My response to “Paying for Public Goods”

http://thwesley.wordpress.com/2011/02/21/paying-for-public-goods/ caused me to type this long comment…

I don’t think we should spend more money on public education. There are already enough people in the world that are willing to donate time (by compiling and spreading information) that a good education can be free. There is enough technology and enough people willing to donate access to this technology that schools could be run for nearly free (other than paying teachers).

For example, a Kindle with free etextbooks would cost $140 per student and (with a bit of education about care) could last throughout their school life and beyond. There are many people willing to donate Kindles to schools, and we could have students that don’t count as low income pay $11 per year. However, instead of using this, public schools choose to use textbooks that cost at least $100 per book. So that means in some schools the cost is $600+ per student per year. In some schools the books stay in the class room, so it is really more like $100+ per student per year, but that is still $1200+ over 12 years (vs $140 over 12 years) and the students don’t have the benefit of being able to read the books outside of the classroom. In some schools there is a set of books that stay in the class room and then a set of books that stay at each student’s home, so the cost is $700+ per student per year.

When I mention this, the first thing most people say is “textbooks suck on the Kindle!” Well that is not completely true. I have found that the CK-12 books are pretty well formatted. And Duokan (if we can get old/unupdated Kindles) makes PDFs work wonderfully. If people are still dead-set against using Kindles, though, there are laptops and Android tablets that are even cheaper than Kindles. Heck if schools get something with a good enough touchscreen they can use those and a stylus rather than paper and pencils.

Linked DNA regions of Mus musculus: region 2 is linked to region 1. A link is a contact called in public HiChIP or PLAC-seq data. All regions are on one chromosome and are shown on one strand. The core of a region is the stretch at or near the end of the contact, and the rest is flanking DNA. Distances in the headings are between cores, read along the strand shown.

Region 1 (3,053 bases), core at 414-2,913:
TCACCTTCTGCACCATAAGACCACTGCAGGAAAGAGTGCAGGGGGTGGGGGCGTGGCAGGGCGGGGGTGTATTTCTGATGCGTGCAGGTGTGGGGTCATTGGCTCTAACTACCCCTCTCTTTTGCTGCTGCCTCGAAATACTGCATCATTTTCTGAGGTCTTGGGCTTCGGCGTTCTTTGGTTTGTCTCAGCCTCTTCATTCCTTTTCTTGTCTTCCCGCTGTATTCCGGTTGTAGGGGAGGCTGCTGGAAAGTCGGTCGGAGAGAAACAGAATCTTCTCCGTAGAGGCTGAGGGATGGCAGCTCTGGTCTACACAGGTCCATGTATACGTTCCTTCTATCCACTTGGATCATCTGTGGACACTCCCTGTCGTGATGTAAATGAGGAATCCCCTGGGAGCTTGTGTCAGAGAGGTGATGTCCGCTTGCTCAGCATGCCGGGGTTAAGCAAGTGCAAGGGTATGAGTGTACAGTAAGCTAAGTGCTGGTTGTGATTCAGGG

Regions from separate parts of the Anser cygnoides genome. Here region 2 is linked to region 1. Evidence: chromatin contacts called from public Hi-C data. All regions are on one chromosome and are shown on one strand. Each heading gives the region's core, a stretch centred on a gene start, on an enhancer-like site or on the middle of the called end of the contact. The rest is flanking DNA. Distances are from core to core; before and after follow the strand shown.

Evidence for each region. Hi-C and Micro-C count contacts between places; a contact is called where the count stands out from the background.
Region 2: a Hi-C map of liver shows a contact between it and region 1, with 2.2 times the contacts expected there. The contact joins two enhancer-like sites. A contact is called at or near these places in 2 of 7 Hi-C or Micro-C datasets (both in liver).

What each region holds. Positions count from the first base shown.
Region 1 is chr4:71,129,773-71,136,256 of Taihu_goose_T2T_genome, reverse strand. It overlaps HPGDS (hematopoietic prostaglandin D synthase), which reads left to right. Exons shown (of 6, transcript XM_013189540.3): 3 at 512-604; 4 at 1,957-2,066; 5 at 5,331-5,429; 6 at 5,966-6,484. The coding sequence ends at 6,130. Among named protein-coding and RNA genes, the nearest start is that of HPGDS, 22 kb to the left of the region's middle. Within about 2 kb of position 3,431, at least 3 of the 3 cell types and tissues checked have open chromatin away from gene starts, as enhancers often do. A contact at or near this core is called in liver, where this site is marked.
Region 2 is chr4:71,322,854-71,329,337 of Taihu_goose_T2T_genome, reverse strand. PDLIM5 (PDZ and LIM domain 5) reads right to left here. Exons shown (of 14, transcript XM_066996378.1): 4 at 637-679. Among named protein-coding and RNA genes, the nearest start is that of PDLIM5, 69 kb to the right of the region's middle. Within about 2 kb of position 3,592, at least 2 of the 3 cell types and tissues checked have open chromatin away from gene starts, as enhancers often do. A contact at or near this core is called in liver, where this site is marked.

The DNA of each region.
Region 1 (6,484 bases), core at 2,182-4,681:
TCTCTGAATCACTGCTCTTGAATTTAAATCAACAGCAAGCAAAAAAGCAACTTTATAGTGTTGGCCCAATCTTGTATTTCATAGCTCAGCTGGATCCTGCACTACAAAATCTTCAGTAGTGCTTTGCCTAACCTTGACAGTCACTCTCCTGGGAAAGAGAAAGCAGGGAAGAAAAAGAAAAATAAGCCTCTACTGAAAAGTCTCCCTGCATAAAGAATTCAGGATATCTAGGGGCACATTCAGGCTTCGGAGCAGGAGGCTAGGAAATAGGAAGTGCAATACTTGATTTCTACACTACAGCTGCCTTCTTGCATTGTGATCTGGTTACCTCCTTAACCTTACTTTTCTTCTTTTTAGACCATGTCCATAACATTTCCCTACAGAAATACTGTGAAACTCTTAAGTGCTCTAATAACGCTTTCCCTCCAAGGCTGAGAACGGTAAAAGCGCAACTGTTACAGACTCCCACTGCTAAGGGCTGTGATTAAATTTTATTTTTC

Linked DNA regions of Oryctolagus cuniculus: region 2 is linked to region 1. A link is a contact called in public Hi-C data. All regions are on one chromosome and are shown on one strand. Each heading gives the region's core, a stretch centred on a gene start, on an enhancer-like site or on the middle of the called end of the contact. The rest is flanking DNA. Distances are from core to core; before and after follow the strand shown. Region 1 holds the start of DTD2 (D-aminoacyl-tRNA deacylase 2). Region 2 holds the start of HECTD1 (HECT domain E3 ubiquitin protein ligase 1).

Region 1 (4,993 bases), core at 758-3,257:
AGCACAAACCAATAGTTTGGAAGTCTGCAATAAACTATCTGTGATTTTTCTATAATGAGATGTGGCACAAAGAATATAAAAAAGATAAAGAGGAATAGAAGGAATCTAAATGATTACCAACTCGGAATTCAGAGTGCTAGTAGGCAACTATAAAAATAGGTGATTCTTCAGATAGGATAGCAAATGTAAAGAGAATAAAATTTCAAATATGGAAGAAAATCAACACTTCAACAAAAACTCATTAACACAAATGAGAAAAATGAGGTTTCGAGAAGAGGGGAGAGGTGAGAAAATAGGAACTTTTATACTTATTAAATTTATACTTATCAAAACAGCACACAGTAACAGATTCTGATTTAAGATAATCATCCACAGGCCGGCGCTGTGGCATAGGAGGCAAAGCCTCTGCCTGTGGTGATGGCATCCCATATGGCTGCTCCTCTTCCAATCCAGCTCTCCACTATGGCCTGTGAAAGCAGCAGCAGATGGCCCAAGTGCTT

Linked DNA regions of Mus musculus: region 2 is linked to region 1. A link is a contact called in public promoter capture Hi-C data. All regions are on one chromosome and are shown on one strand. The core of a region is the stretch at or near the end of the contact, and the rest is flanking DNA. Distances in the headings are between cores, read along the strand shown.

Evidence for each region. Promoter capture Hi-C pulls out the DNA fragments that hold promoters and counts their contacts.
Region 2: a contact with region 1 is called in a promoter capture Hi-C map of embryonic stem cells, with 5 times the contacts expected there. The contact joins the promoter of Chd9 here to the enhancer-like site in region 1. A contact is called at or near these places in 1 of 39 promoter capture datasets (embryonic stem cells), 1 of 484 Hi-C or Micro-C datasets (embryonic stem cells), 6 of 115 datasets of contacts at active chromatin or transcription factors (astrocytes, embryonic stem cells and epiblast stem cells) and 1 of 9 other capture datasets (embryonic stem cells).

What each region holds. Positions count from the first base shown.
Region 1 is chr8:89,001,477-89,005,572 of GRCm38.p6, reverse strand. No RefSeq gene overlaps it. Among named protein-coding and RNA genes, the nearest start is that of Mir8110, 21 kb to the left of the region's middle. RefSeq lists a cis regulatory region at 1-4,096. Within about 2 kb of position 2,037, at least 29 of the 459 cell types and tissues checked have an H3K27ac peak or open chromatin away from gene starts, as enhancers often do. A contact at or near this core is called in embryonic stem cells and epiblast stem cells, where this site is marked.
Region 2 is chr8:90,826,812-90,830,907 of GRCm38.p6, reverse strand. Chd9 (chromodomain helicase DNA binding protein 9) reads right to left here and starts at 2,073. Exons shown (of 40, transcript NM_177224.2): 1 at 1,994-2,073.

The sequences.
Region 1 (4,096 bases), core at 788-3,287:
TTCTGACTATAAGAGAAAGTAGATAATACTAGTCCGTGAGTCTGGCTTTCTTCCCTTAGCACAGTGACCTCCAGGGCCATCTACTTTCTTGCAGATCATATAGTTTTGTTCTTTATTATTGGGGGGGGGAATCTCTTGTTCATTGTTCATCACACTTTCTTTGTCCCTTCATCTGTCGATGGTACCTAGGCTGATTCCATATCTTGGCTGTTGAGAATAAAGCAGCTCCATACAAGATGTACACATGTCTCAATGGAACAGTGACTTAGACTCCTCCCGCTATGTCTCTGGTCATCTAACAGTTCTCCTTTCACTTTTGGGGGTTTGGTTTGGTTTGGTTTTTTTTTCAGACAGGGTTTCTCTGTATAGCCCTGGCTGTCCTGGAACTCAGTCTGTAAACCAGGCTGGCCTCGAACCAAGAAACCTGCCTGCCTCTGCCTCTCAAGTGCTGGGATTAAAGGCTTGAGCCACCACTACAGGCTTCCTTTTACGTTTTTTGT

Now that I have mentioned paper and pencils, your next question is likely “If we can’t find a good enough touch screen, how do we get free paper and pencils?” Well I have an idea is based on what we do in my house (I homeschool my kids for nearly free). We have tons of pens and pencils that were given out for free because they have some sort of advertisement on them. We use those to write on the back of junk mail, fliers we receive, etc. So companies could put ads on paper and pencils and then give them to schools for free. Any parent that does not want their child being advertised to could provide their child’s paper and pencils. Any group of people that disagrees with these ads could donate ad-free paper and pencils.

As for the electricity to power all of the Kindles/laptops/tablets, put solar panels on the top of every public school. While this may seem costly, it can be done for cheap if we have start a nation-wide effort to collect solar powered lawn lights (which can be soldered together to make solar panels) from dumps, freecycle, garage sales, etc. and ask people to donate their time actually building the solar panels. Of course schools in places like Chicago won’t be able to provide all their own solar power in the winter, but the extra power from places like Phoenix could be sold to power companies and this money could be used to cover places like Chicago. And/or we could also consider wind turbines.

I may be wrong, and enough people my not care enough to donate time/energy, so that this is not feasible. If that is the case, then I think the solution is to get people to see why investing time/energy is worth it, rather than why investing money is worth it.

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